Magnus Carlsen quits Sinquefield Cup amid Niemann chess ‘cheating’ furore – The Guardian

The chess world is in turmoil after the world champion, Magnus Carlsenpulled out of a major tournament for the first time in his career with frenzied speculation about whether an opponent had cheated.

On Monday, organizers of the $500,000 (£433,000) Sinquefield Cup announced further anti-cheating precautions, including a 15-minute delay in the broadcast of the moves and increased radio frequency identification checks. But Carlsen has already withdrawn from the event, announcing it in a tweet with a video of José Mourinho saying: “If I speak, I have big problems. Big, big problem.”

Carlsen offered no further explanation, but US grandmaster and popular streamer Hikaru Nakamura said that Carlsen withdrew because he suspected that his third-round opponent, Hans Niemann, was “probably cheating“.

The 19-year-old Niemann, who has made spectacular progress into the world’s top 50, shocked Carlsen on Sunday by beating him with the black pieces. Niemann said that “by some ludicrous miracle” he had guessed what his opponent’s obscure opening would be and had thoroughly prepared for it that morning. “Magnus must be embarrassed to lose to me,he said.

But while many praised Niemann’s victory, others were more skeptical. They included Nakamura, the world’s top-rated lightning player, who said Carlsen would not leave an event without a good reason. “Magnus would never do that in a million years,” he said. “He just doesn’t do that. He is the ultimate competitor, he is a world champion.

“He wouldn’t do this unless he really strongly believed that Hans was cheating with a very strong conviction. I think he thinks Hans is just cheating, straight up.”

Nakamura, who is closely affiliated with the world’s largest chess website,, suggested that Niemann had been banned from playing online in the past. “That’s not a debate, that’s a known fact,” he said.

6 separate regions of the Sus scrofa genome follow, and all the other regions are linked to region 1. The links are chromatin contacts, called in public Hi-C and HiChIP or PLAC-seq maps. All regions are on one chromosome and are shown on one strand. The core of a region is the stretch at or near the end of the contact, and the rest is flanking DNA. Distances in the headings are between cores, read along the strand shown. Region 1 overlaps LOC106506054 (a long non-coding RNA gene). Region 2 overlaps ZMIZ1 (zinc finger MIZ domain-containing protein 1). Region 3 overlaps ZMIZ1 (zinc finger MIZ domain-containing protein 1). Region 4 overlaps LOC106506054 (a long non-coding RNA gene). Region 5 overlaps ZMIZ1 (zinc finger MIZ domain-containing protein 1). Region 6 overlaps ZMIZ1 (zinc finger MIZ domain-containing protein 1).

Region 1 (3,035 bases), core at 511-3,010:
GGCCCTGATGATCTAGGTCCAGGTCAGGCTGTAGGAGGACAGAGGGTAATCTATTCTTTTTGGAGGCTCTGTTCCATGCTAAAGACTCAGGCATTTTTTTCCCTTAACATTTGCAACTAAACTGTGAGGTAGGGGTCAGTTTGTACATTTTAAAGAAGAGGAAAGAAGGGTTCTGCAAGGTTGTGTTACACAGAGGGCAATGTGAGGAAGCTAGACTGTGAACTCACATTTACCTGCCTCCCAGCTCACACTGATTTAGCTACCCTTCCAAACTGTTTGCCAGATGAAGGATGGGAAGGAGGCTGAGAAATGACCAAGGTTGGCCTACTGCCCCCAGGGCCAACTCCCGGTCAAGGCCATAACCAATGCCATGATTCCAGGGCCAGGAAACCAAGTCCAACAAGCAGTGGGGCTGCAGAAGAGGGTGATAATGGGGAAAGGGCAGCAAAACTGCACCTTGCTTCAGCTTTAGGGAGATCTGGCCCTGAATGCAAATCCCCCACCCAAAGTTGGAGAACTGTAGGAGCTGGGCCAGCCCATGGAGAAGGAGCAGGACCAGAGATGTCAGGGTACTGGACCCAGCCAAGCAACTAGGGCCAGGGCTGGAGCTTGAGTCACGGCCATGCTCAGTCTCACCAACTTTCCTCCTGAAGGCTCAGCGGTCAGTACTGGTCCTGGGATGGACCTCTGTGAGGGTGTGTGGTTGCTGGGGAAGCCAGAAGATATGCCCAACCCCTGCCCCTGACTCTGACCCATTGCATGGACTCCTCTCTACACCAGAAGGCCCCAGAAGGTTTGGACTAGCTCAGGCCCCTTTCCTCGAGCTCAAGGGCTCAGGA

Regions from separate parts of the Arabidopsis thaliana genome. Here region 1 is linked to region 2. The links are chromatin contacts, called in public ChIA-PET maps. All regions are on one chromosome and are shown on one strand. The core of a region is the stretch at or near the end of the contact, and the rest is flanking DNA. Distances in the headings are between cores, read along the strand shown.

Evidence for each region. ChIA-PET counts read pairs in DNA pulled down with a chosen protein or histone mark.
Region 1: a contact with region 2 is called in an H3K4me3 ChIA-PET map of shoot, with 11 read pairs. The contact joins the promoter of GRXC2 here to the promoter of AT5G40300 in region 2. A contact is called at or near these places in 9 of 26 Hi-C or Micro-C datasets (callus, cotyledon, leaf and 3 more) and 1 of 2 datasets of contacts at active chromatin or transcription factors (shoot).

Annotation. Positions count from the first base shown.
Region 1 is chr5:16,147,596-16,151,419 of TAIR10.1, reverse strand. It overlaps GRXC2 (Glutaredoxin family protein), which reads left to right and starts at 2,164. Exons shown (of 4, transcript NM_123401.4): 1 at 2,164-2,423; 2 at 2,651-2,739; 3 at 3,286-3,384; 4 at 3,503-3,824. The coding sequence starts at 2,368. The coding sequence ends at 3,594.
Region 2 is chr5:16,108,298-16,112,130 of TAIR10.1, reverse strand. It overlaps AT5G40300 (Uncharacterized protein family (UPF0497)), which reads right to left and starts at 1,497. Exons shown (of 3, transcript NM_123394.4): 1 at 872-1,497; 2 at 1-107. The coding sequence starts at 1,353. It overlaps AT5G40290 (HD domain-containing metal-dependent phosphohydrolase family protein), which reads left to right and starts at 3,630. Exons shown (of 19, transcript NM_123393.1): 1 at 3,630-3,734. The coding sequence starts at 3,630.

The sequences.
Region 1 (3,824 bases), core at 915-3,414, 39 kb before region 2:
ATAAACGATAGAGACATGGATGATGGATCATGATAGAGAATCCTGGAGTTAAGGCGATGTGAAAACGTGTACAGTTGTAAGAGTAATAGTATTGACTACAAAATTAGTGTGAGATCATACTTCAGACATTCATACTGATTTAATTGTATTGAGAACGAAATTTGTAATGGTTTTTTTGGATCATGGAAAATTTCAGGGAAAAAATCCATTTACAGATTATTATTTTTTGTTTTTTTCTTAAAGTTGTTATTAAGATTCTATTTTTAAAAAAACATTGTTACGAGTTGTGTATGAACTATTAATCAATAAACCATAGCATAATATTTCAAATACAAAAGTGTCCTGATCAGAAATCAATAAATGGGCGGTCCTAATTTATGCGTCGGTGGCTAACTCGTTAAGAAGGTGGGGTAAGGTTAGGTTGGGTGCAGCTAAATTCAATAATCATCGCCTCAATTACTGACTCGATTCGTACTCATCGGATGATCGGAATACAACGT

This claim appeared to be supported by another American grandmaster, Andrew Tang, who suggested that he had “stopped talking to Hans because of that thing“.

However, Daniel Rensch, the chief chess officer of, declined to confirm or deny the allegations. “ does not discuss issues of fair play publicly and, as such, we decline to comment on the events at Sinquefield Cup and/or any speculation made by the community,” he said.

This is a really humbling day for me. I am eternally grateful for the opportunity to play chess at the highest level and live my dreams. A few years ago, my chess dreams quickly waned but thankfully they rose from the dead. This is just the beginning…

– Hans Niemann (@HansMokeNiemann) 4 September 2022

It is extremely difficult to prove cheating in backgammon chess and there is no evidence of wrongdoing on Niemann’s part at the event. Another grandmaster at the Sinquefield Cup, Levon Aronian, seemed to give him the benefit of the doubt, saying: “It often happens when young players play really well, there are always accusations against them.

“All my colleagues are quite paranoid and quite often I’ve been the one telling them, come on guys, I know myself, I’m an idiot and I’m a good player.”

Niemann was back at the board on Monday evening, where he drew against French player Alireza Firouzja. Niemann was asked about Carlsen’s withdrawal, but not about the cheating allegations. He expressed shock at what happened. “I was struggling to even focus, I was thinking about it the whole game,” he said.

“It’s very strange. I don’t want to jump to conclusions, but it’s very strange. At least I got to hit him before he left – that’s the good thing.”

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The Guardian emailed Niemann to ask him if he cheated, what his response to Nakamura’s comments was, and if he had previously been banned from

Another grandmaster, Jacob Aagaard, a trainer who worked with Niemann, supported the American. “It’s pretty well established that Hans cheated online at some point,” Aagard said. “This is simply a different matter. Compare it to cheating in homework club. There are times when people have cheated on their homework and I ignore it. Because it’s not a big deal. I don’t believe they’re going to start advanced Mission Impossible-style careers as high-level cheats.”

Emil Sutovsky, the director general of Fide, the chess governing body, dismissed suggestions that Carlsen quit because he was a bad loser. “He must have had a compelling reason, or at least he believes he has,” Sutovsky wrote on Twitter. “Don’t call him a sore loser or disrespectful. I won’t speculate on the reasons for his withdrawal, but I would probably expect a tournament director to air them.”

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